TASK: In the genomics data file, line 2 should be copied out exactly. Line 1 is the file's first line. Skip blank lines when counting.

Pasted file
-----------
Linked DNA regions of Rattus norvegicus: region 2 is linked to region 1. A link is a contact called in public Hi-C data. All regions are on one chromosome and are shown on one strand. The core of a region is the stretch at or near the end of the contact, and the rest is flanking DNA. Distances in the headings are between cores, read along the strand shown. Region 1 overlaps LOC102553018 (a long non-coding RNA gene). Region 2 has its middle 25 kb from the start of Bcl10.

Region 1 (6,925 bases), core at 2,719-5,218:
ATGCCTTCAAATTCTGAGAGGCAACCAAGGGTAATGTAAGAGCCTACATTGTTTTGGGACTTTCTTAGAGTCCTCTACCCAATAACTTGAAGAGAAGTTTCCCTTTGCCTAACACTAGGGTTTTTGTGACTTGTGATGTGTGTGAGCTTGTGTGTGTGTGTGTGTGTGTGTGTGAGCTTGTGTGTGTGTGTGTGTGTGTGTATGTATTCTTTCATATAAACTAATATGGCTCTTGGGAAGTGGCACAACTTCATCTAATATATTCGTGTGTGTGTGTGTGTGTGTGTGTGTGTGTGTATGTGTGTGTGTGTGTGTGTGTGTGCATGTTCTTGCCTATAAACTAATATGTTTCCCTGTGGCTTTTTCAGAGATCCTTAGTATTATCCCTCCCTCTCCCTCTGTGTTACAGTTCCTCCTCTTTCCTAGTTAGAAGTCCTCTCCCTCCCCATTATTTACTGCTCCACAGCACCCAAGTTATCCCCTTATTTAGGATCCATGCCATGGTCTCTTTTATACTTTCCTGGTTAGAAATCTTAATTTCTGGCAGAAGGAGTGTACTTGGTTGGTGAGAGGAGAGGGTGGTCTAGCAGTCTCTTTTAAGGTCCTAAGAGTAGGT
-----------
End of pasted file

Region 1 (6,925 bases), core at 2,719-5,218: